As Massachusetts House and Senate leaders meet to negotiate final details of the state budget, the question of the role of lawmakers in ensuring that public higher education remains affordable is a sticking point.
While both budgets significantly increase funding for higher education, only the Senate includes a key provision: a one-year freeze on in-state tuition and fees across the UMass system. For university students and their families facing rising college costs, an effort to hold the line on tuition could not be more welcome.
Between 2000–01 and 2015–16, in-state tuition and fees at Massachusetts four-year public institutions increased 109 percent and currently ranks eighth highest in the nation.
Instead of welcoming this “fund and freeze” as a temporary breather for consumers who’ve borne a disproportionate share of the cost burden, prominent college administrators and their advocates blame state funding cuts brought on by diminished revenues when the Great Recession hit. By doing so, they eschew any responsibility for holding down institutional spending that drives budgets.
In Massachusetts, like most U.S. states, state spending has been on the uptick since 2012. According to the Center for the Study of Education Policy at Illinois State University and the State Higher Education Executive Officers, state spending on higher education rose by 18.3% or $14 billion in the last five fiscal years.
And there’s another new pattern emerging around the country. State lawmakers are getting smarter and realize this new money should come with better protections for consumers and the public.
In Virginia where we led a campaign, state lawmakers allocated an additional $52.5 million for a tuition moderation fund which state institutions could only tap into if they agreed to a one-year freeze on in-state tuition and fees. As a result, every single public college and university in Virginia has frozen tuition for the 2019–2020 academic year.
In a similar effort, South Carolina lawmakers also increased funding for higher education this year, appropriating an extra $36 million for state institutions that limit tuition increases to 1 percent or less this coming year. Lawmakers in Minnesota — home to the nation’s only split legislature — tied new funding to a 3% cap in tuition.
And other states, such as neighboring Vermont and New Hampshire, are still considering “fund and freeze” proposals that tie new state higher education investment to varying levels of tuition restraint. The Massachusetts General Court should press on and deliver a win for everybody: for the students and families who desperately need a break from rising tuition and for the institutions who correctly assert that reduced funding over time has complicated the affordability picture.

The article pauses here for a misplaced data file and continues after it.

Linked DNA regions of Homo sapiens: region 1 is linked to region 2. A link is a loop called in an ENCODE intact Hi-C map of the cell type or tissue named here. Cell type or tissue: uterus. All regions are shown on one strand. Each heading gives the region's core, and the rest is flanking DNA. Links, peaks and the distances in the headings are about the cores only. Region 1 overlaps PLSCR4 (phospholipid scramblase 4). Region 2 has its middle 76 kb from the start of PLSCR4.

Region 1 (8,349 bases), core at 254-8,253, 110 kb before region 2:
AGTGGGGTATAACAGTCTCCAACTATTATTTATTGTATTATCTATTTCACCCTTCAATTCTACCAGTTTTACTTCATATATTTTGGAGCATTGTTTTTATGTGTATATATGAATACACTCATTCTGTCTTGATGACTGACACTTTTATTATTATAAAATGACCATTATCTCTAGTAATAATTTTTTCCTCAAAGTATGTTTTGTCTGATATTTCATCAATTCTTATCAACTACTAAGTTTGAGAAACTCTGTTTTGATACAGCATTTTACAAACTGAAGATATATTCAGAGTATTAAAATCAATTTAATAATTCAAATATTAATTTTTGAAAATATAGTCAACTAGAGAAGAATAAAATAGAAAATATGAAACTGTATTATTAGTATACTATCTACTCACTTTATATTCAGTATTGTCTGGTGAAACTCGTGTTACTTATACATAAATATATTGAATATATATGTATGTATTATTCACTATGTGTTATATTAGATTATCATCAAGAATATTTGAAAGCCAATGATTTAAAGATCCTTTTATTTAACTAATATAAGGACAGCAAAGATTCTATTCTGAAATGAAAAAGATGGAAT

Massachusetts senator Michael Rodrigues, chairman of the Senate’s budget committee, hit the nail on the head in a recent statement to the Boston Globe, saying, “There has to be a balancing act here.”
And a balancing act is precisely what Massachusetts senators have proposed this year by allocating an additional $63 million for public colleges and universities, hardly a pittance, and requiring a one-year tuition freeze at the University of Massachusetts.
UMass stands to gain most from the Senate budget — an additional $39 million, up seven percent from the previous fiscal year.
Far from a sense of shared responsibility for the problems of college costs and its solutions, UMass opposition to price constraints signals an unquenchable thirst for more revenue, consumers be damned.
In a recent Boston Globe op-ed, UMass president Marty Meehan criticized the Senate budget for not providing enough cash, saying a legislative tuition freeze would “upend UMass governance” and the autonomy of its board, the body which typically sets rates.
Not everyone agrees.
Gaining seven percent more state funding, which is more than three times the rise in the consumer price index in Boston last year, and still preferring to hike tuition is nothing more than an attempt by UMass to have its cake and eat it too.
But senators on Beacon Hill are right to say that ‘enough is enough.’
As America faces a $1.6 trillion student debt problem and more than $32,000 for each public baccalaureate graduate in the Commonwealth, lawmakers deserve credit for taking action and standing up for the students and families they represent.
To tackle college affordability, Massachusetts should develop a comprehensive agenda that includes permanent funding and pricing reforms and increased accountability and transparency on institutional spending with required public comment periods and affordability training for trustees.
But a one-year tuition freeze and boost in state funding is a good first step.